The country’s only heavy icebreaker, U.S Coast Guard Cutter Polar Star (WAGB-10), on Christmas Day reached a record-breaking winter Arctic latitude while in the course of a grueling 30-day winter deployment to wave the flag in the increasingly crowded northern seas.
As noted by the USCG:
Polar Star‘s crew navigated beyond 72 degrees latitude shortly before noon Friday before changing course and heading south to continue their Arctic deployment.
“The crew achieved a notable milestone Christmas Day by traversing farther into the harsh, dark winter Arctic environment than any cutter crew in our service’s history,” said Capt. Bill Woitrya, the cutter’s commanding officer.
“Our ice pilots expertly navigated the Polar Star through sea ice up to four-feet thick and, in doing so, serve as pioneers to the country’s future of Arctic explorations.”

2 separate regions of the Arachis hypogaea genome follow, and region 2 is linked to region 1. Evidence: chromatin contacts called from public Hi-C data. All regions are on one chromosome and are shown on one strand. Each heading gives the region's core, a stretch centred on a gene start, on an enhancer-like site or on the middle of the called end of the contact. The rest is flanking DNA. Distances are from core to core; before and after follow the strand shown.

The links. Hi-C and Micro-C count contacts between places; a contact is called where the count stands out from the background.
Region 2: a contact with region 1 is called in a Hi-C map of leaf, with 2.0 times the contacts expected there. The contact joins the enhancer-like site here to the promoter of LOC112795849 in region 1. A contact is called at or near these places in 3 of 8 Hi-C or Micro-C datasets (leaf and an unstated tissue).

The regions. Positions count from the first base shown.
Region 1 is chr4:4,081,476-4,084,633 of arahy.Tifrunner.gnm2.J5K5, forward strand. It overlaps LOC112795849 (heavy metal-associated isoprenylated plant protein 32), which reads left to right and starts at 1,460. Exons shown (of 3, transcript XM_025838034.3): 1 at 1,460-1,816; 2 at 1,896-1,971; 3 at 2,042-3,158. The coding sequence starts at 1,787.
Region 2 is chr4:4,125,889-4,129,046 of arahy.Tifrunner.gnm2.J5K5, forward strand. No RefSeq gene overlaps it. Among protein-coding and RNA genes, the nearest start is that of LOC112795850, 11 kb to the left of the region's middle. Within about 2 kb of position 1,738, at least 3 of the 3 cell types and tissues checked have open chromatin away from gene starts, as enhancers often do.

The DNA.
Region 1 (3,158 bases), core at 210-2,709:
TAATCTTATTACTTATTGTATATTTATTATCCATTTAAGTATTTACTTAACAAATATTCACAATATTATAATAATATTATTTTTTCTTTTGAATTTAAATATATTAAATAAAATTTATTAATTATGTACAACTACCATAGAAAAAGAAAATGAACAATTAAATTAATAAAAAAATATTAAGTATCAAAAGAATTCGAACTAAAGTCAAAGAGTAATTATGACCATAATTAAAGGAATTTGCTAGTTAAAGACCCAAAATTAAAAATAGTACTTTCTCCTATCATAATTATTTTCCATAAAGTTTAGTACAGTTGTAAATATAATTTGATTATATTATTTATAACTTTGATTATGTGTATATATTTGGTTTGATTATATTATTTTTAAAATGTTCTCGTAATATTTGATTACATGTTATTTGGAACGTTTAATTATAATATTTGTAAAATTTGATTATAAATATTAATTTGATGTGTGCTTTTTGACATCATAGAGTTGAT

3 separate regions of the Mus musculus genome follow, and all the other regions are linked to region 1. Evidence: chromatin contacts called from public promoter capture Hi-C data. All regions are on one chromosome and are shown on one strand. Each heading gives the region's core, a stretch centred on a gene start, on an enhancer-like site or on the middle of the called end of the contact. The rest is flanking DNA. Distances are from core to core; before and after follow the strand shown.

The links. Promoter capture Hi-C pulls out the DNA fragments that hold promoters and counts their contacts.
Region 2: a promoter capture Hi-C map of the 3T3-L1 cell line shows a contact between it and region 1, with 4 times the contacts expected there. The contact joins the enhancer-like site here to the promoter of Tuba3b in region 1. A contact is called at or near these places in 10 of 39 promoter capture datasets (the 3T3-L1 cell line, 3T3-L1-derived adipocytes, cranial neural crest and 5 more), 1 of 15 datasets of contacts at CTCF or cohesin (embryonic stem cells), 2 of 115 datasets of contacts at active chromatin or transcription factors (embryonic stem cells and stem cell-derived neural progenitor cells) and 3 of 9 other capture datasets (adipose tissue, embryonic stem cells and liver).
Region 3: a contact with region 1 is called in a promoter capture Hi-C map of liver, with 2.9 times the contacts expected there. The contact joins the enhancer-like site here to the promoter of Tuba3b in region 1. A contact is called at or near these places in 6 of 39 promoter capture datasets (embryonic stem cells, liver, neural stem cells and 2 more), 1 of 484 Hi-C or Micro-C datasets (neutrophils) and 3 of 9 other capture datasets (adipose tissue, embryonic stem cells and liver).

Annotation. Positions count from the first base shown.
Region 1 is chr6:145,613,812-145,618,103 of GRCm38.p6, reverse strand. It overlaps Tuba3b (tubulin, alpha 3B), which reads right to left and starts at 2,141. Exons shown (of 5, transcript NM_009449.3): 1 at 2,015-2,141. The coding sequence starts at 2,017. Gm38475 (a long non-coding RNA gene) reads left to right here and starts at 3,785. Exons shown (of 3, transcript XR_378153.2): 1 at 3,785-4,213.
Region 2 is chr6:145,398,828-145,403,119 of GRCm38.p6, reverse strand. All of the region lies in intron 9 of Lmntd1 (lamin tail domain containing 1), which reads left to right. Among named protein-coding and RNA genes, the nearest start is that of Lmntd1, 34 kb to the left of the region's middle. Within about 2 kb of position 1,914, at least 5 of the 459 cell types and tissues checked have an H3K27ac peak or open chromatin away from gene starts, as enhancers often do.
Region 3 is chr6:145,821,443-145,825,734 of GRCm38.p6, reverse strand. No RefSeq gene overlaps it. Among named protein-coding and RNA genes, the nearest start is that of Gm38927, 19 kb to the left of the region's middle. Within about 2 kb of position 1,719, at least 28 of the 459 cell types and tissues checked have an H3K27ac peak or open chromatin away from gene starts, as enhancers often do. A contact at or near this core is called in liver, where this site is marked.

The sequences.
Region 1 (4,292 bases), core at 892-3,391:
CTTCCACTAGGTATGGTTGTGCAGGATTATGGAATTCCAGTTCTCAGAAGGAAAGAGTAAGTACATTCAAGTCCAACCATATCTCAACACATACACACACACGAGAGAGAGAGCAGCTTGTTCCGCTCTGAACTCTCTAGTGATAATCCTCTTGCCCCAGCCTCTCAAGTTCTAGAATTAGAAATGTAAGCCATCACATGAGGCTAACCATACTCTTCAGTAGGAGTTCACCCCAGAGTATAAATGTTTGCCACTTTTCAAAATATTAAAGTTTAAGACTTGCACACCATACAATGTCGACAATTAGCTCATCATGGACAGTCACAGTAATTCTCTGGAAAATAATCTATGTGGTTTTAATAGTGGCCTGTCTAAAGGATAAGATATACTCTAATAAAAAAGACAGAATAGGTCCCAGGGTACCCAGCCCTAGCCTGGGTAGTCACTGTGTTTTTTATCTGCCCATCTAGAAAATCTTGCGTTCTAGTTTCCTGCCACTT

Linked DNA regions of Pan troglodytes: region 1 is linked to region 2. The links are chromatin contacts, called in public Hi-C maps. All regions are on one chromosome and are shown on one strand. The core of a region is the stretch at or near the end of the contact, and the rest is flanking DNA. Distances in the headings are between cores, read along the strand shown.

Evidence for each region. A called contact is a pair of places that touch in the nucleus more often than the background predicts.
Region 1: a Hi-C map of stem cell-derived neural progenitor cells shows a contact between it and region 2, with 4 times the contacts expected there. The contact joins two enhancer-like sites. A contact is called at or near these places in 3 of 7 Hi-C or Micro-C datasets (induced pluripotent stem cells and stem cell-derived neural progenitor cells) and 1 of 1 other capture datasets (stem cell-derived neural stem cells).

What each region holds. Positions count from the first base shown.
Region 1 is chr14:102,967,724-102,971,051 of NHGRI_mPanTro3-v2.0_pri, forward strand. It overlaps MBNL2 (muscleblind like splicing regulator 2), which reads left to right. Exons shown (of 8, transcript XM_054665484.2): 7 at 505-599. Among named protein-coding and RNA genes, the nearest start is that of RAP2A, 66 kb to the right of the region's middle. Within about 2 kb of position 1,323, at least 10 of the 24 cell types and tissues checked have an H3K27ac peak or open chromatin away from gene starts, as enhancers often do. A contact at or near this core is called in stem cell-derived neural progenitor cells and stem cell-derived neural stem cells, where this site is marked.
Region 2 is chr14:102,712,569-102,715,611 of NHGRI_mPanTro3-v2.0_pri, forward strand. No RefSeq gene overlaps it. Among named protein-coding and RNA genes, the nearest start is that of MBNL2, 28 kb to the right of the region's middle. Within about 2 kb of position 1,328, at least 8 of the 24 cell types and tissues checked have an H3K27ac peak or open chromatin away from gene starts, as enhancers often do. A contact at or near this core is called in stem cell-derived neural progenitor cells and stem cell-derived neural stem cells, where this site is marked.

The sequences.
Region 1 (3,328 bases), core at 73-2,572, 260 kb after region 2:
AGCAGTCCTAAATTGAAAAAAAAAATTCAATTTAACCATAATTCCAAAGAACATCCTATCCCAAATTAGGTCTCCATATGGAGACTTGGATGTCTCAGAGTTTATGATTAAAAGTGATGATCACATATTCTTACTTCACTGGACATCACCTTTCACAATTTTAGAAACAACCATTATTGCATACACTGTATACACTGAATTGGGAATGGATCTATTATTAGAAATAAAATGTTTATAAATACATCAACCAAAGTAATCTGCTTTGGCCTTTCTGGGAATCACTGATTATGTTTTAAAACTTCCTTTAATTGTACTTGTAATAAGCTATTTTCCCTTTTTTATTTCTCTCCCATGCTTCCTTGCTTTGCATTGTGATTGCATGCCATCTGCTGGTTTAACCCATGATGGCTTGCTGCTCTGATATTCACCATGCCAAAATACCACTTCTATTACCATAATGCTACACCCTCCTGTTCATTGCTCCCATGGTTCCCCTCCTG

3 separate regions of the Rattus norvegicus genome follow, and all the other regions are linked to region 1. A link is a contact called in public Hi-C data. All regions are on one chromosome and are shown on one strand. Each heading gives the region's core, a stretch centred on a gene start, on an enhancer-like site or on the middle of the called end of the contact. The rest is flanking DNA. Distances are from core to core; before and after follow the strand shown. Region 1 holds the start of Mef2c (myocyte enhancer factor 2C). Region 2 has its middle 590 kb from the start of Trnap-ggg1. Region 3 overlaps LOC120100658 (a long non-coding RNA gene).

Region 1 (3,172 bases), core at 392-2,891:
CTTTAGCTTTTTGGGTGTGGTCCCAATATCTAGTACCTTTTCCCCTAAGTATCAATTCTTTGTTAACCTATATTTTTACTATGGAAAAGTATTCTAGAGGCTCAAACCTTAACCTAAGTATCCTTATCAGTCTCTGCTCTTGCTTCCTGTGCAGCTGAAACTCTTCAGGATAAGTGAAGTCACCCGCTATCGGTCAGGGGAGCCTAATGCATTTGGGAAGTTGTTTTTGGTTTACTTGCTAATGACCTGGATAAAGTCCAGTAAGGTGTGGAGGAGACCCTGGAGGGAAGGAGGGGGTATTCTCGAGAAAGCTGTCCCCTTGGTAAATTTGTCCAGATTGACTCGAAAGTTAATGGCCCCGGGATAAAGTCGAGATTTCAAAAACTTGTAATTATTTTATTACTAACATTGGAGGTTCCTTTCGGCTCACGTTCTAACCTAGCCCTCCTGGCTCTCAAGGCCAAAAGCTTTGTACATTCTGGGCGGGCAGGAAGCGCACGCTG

With frigid Arctic winds and air temperatures regularly well below zero, Polar Star‘s engineers work around-the-clock to keep frozen machinery equipment running and the ship’s interior spaces warm enough for the crew.
The 44-year-old icebreaker is underway to project power and support national security objectives throughout Alaskan waters and into the Arctic, including along the Maritime Boundary Line between the United States and Russia.
The Polar Star crew is also working to detect and deter illegal fishing by foreign vessels in the U.S. Exclusive Economic Zone and conduct Arctic training essential for developing future icebreaker operators.
The Polar Star’s record-breaking winter Arctic latitude is 72° 11′ N.
It should be noted that Polar Star, while on her regular McMurdo resupply to the Antarctic last year– a mission suspended in 2020 due to the coof– suffered a serious electrical/engineering casualty underway, so it is nice to see that she is doing better this year and is headed back home.
Of course, her crew is having to battle that age-old boogeyman of the Arctic– knocking ice off the ship that accumulated from sea spray to keep topside weight to a manageable level.
Those who have done the task know first hand it is one of those jobs that looks fun until you do it for about two minutes.